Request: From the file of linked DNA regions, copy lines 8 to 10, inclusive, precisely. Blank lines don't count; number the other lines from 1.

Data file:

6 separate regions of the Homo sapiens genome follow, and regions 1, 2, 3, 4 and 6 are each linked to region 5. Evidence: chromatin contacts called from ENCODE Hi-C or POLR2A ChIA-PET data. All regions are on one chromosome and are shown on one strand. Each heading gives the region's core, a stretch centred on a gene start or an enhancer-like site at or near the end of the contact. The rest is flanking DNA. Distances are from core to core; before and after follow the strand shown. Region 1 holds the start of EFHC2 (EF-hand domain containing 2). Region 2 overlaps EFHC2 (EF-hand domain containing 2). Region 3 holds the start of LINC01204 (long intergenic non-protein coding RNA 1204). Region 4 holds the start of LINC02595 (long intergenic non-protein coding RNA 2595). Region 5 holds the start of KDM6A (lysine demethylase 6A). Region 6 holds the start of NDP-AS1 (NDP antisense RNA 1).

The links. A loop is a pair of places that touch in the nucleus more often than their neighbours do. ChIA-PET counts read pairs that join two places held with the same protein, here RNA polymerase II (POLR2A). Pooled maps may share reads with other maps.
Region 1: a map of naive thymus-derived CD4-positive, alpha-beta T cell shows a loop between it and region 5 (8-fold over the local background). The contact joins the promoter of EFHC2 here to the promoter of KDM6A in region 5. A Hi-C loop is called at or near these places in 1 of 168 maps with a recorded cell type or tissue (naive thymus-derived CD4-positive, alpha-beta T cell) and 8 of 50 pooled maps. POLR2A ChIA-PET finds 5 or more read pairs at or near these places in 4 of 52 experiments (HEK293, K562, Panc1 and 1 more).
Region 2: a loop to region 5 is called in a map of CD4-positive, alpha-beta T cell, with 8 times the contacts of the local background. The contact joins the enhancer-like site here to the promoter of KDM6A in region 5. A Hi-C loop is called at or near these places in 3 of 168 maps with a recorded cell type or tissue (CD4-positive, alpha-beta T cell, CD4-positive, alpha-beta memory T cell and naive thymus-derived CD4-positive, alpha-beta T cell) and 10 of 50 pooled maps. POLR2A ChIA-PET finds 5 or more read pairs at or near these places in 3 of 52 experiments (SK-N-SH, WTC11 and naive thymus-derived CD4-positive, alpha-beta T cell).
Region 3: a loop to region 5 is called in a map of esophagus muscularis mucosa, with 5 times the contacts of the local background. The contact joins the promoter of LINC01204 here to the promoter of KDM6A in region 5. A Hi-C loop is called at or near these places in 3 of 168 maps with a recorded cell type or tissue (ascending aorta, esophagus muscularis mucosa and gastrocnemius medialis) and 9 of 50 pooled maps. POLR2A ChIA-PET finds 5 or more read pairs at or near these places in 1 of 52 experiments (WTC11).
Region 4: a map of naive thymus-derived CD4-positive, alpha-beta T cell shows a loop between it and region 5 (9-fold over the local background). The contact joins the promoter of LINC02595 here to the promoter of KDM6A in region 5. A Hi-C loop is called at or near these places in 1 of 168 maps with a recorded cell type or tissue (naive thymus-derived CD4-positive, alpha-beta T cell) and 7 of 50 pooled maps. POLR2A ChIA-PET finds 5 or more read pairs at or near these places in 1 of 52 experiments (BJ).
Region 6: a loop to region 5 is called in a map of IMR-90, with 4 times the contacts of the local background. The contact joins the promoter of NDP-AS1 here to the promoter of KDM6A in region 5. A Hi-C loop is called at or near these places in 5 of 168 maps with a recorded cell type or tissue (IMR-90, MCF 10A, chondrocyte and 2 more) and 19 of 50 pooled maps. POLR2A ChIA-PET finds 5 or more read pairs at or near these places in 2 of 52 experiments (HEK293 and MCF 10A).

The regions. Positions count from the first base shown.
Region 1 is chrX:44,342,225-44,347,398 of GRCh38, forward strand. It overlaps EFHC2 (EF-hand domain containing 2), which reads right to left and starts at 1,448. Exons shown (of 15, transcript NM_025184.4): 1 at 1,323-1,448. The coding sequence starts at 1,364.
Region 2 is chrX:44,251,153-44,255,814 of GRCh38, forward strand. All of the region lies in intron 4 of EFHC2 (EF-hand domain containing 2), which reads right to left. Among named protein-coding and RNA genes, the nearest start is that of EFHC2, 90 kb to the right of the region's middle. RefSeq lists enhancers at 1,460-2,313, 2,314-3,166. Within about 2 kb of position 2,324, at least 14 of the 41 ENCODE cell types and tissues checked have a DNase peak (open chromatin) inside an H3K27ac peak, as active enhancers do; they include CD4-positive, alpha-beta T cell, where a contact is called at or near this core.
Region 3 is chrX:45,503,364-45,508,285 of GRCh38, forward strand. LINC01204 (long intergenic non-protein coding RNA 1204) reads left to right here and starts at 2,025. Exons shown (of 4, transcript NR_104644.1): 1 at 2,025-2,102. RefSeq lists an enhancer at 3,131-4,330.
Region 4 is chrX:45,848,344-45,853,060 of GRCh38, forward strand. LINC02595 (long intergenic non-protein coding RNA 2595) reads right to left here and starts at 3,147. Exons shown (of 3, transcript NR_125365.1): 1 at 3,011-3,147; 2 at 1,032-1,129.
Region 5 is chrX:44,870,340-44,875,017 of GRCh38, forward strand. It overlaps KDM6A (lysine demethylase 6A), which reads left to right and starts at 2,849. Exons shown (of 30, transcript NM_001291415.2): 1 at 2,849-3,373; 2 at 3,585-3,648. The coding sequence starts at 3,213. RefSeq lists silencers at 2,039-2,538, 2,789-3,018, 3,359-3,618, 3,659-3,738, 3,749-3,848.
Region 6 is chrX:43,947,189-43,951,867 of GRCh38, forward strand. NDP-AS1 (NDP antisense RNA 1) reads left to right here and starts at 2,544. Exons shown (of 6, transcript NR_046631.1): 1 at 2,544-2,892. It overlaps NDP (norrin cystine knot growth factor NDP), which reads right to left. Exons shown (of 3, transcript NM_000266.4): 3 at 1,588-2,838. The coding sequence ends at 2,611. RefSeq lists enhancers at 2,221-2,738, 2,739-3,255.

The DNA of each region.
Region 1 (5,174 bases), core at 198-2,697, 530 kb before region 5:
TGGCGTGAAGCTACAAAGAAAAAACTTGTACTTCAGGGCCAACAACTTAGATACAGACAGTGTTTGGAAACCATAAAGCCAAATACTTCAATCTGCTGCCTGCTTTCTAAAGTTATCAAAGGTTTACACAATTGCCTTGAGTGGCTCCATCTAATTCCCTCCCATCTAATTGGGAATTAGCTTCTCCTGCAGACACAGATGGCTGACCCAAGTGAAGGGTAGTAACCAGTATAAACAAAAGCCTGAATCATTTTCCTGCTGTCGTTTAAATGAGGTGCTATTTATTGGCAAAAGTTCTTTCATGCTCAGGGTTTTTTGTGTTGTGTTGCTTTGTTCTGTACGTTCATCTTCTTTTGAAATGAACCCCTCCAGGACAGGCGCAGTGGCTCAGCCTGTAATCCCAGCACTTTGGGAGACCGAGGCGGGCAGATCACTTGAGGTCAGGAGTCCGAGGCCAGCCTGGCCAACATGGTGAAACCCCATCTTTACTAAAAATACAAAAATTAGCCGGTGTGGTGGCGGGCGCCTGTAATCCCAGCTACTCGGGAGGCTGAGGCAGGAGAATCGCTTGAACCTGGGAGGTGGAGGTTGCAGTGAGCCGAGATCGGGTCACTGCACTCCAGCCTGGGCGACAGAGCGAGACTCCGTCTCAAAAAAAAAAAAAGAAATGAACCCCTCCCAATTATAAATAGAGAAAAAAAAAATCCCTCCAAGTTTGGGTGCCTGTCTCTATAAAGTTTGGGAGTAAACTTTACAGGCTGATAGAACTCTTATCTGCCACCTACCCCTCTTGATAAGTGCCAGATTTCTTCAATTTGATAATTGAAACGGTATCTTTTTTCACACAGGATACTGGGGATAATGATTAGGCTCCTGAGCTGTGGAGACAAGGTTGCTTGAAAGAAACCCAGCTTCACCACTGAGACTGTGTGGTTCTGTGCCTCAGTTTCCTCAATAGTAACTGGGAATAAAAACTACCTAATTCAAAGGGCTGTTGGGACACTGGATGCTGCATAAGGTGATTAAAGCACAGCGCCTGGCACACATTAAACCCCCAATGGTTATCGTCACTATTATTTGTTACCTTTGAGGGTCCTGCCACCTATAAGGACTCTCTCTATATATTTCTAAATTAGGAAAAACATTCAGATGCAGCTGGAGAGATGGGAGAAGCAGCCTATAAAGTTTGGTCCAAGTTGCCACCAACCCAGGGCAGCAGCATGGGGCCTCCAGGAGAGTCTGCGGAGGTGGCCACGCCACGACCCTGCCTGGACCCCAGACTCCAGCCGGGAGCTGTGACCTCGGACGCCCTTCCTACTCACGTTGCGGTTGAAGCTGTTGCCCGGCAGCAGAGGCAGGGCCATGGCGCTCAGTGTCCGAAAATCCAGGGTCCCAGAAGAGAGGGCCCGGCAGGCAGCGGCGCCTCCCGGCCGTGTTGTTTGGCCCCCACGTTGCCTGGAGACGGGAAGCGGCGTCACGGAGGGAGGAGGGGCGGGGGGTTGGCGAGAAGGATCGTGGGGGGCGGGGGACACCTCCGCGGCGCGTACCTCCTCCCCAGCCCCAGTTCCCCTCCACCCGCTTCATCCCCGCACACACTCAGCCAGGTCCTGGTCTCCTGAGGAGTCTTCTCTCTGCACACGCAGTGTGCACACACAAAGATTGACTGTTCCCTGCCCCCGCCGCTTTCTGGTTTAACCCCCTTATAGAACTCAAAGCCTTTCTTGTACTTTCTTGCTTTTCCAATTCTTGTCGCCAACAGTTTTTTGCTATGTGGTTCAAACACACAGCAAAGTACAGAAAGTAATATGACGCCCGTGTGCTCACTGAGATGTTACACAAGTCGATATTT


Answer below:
The regions. Positions count from the first base shown.
Region 1 is chrX:44,342,225-44,347,398 of GRCh38, forward strand. It overlaps EFHC2 (EF-hand domain containing 2), which reads right to left and starts at 1,448. Exons shown (of 15, transcript NM_025184.4): 1 at 1,323-1,448. The coding sequence starts at 1,364.
Region 2 is chrX:44,251,153-44,255,814 of GRCh38, forward strand. All of the region lies in intron 4 of EFHC2 (EF-hand domain containing 2), which reads right to left. Among named protein-coding and RNA genes, the nearest start is that of EFHC2, 90 kb to the right of the region's middle. RefSeq lists enhancers at 1,460-2,313, 2,314-3,166. Within about 2 kb of position 2,324, at least 14 of the 41 ENCODE cell types and tissues checked have a DNase peak (open chromatin) inside an H3K27ac peak, as active enhancers do; they include CD4-positive, alpha-beta T cell, where a contact is called at or near this core.